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Questions Raised and Answered by Laboratory Studies of Religion

Panel Chair: Panagiotis Mitkidis | Friday, August 28, 9-11 a.m. | Venue

After describing the core features of “laboratory experiments” in the social sciences, this panel will spotlight some questions answered and raised by simple experimental studies of religious phenomena. When well-designed, experiments offer tests of competing causal explanations concerning the extent to which aspects of religious phenomena are physiologically and psychologically embedded. We emphasise the value of multidisciplinary teams (historians, anthropologists, psychologists, and physiologists) in identifying suitable hypotheses and finalising designs. Studies designed in this way avoid decontextualisation, in that they are motivated and informed by historical and anthropological records of specific practices and concepts. We will discuss experiments on the practices of kneeling, prostration and meditation, as well as on the concept of "luck". With respect to each, we will show the necessity of a multidisciplinary approach in addressing surprising and tangential findings. Each presentation will be followed by 10 minutes’ discussion.

Radek Kundt

Laboratory experiment as a part of the religious studies scholar´s toolkit

After introducing the strengths and weaknesses of the social-scientific laboratory experiment, I will focus on its ability to decide between competing hypotheses. I will argue that Religious Studies can use it for the same purpose. As a showcase, I will use the hotly debated issue of religious prosociality, an issue in evolutionary research on religion. Here, rival hypotheses compete for supporting empirical evidence (increased cooperation, generosity, reciprocity, trust and altruism; reduced cheating, etc.). One hypothesis considers religious prosociality to be an expression of parochial in-group favouritism, suggesting that it is a mere by-product of our coalitional psychology. The other sees religious prosociality as extending even to out-groups, arguing that it might be an adaptation. I will use this case as an example of how highly influential wide-ranging theories boil down to empirical testing and how experimental research can in the end play the essential role of an arbiter.

Eva Kundtová Klocová

Look up and kneel down before your God: why the position matters

Most religious traditions emphasize strict power distinctions between the human and superhuman/divine and often demand a submissive attitude towards the superhuman agents. This attitude can be enforced not only directly in teachings and theology of the given religious tradition, but also by ritual practices using embodied states of submission, such as kneeling, prostrating or looking up to the representation of deity. I argue that these practices in religious rituals are not mere expressions of subordination; rather, they establish and modulate submissive attitude and behaviour towards the superhuman agents. Experimental evidence supports this assertion for other bodily postures and the vertical orientation of perception. There is however no exhaustive research program focusing on submissive positions and dominance cues in religious rituals. The proposed paper will present experimental research exploring the influence of posture and location of stimuli on the perceptions and self-perceptions of power and dominance.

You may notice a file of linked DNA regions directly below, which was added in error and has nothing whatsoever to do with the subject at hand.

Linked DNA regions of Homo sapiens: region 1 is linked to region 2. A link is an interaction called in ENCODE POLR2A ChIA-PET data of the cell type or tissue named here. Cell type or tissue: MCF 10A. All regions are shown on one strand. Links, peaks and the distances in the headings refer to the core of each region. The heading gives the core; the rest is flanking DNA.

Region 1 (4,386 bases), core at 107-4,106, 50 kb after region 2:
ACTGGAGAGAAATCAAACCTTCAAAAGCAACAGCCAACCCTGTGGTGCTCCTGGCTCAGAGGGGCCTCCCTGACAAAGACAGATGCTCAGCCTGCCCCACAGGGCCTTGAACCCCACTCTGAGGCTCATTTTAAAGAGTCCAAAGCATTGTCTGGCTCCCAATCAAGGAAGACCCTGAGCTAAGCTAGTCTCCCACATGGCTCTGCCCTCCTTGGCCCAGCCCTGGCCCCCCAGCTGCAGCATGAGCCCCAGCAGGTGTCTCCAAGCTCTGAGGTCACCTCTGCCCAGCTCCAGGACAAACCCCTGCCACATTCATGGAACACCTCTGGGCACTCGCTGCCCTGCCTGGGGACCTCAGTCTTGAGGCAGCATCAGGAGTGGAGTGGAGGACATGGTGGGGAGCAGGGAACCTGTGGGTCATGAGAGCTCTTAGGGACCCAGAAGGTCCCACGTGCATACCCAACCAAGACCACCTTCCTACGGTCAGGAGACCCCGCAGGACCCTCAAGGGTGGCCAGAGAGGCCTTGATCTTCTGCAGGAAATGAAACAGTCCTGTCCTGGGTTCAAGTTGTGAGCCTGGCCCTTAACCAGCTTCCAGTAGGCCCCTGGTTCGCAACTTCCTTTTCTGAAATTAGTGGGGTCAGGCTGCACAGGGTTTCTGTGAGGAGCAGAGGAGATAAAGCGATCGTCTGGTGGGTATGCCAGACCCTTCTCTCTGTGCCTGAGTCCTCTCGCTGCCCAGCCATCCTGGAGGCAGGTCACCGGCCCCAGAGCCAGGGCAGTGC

Silvie Kotherová

New approach to the study of Buddhist meditation: Example of two experimental studies

Research on Buddhist meditation is still dominated by questions like “What can science learn from meditation?”, “What can meditation teach us about our mind?”, “Can meditation help us to be healthier and feel better?” These ideas reflect the idealisation and favourable political position of Buddhism and Buddhist meditation in Western countries. A further implication of this position for experimental research is that Buddhist meditation is viewed as a “pure” psychological/cognitive phenomenon while Buddhist influence on its understanding is permanently overlooked. Thus the paper describes two experimental studies on the specific cognitive process of focusing attention on one´s own breath. The process and its physiological effects are investigated separately from the Buddhist framework. Interdisciplinary collaboration between scholars of religion, cardiologists and psychologists in these studies proved very fruitful. The results necessarily raise the question of “what science can tell us about meditation”. Plans for a future research are discussed.

Anastasia Ejova

Factors underlying human concepts of luck: preliminary results and methodological recommendations

Case studies of “concepts of luck” in ancient and modern societies share the conclusion that luck is conceived of as both a higher power and a personal quality; that is, as both a guardian spirit and a power one is born with. I will present one possible interpretation of this apparent contradiction, focusing on common features of the two conceptions. Psychological studies suggest that, as both a higher power and a personal quality, luck is concluded to be at play when outcomes are of high importance. Likewise, in both its manifestations, luck is conceived of as involving sudden reversals. Underlying the concept might then be the memorability of significant life events and the correct perception of them as arising from a mixture of deservingness (personal skills, just reward by higher powers) and pure randomness. A survey methodology for testing this interpretation will be discussed.


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